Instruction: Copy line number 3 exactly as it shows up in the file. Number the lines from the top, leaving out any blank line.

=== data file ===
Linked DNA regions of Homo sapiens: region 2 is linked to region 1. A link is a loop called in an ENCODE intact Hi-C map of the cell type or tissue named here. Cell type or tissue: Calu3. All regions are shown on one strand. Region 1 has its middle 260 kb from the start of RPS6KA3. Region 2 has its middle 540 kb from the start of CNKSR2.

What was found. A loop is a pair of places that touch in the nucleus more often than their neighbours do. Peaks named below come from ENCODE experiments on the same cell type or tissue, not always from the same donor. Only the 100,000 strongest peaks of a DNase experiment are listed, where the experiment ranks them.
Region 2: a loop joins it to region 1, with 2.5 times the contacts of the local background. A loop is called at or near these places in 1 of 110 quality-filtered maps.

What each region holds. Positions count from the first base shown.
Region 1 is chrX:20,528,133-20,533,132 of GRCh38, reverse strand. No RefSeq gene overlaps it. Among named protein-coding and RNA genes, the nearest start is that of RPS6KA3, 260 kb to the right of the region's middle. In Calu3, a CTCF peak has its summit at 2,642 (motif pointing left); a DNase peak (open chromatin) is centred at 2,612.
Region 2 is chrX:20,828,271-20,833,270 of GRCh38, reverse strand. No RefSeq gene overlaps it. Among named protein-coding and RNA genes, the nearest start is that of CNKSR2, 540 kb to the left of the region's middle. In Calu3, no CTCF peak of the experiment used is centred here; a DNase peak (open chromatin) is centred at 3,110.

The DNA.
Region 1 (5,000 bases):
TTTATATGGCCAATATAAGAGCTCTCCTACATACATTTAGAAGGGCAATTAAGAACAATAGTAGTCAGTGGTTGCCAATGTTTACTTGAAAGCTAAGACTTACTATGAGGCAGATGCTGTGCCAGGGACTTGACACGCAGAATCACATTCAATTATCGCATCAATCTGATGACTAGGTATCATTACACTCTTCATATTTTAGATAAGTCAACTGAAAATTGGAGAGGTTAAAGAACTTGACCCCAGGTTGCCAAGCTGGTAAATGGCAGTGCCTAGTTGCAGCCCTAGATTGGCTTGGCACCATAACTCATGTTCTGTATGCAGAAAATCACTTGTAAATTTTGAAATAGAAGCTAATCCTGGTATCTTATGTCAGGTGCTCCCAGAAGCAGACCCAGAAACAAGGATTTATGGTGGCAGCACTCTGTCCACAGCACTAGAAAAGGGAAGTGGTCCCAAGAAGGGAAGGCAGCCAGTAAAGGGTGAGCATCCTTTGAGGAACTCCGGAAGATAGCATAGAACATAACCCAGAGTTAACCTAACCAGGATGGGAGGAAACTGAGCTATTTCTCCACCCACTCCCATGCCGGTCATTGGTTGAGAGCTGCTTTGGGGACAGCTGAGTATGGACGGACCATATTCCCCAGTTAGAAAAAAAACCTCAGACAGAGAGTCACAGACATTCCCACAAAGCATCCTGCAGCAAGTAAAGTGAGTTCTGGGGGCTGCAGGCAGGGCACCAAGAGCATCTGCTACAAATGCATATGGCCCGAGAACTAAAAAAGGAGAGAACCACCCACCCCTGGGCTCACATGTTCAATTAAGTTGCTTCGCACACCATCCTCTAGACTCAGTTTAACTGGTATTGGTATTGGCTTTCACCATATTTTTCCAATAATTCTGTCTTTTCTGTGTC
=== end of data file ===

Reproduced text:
Region 2: a loop joins it to region 1, with 2.5 times the contacts of the local background. A loop is called at or near these places in 1 of 110 quality-filtered maps.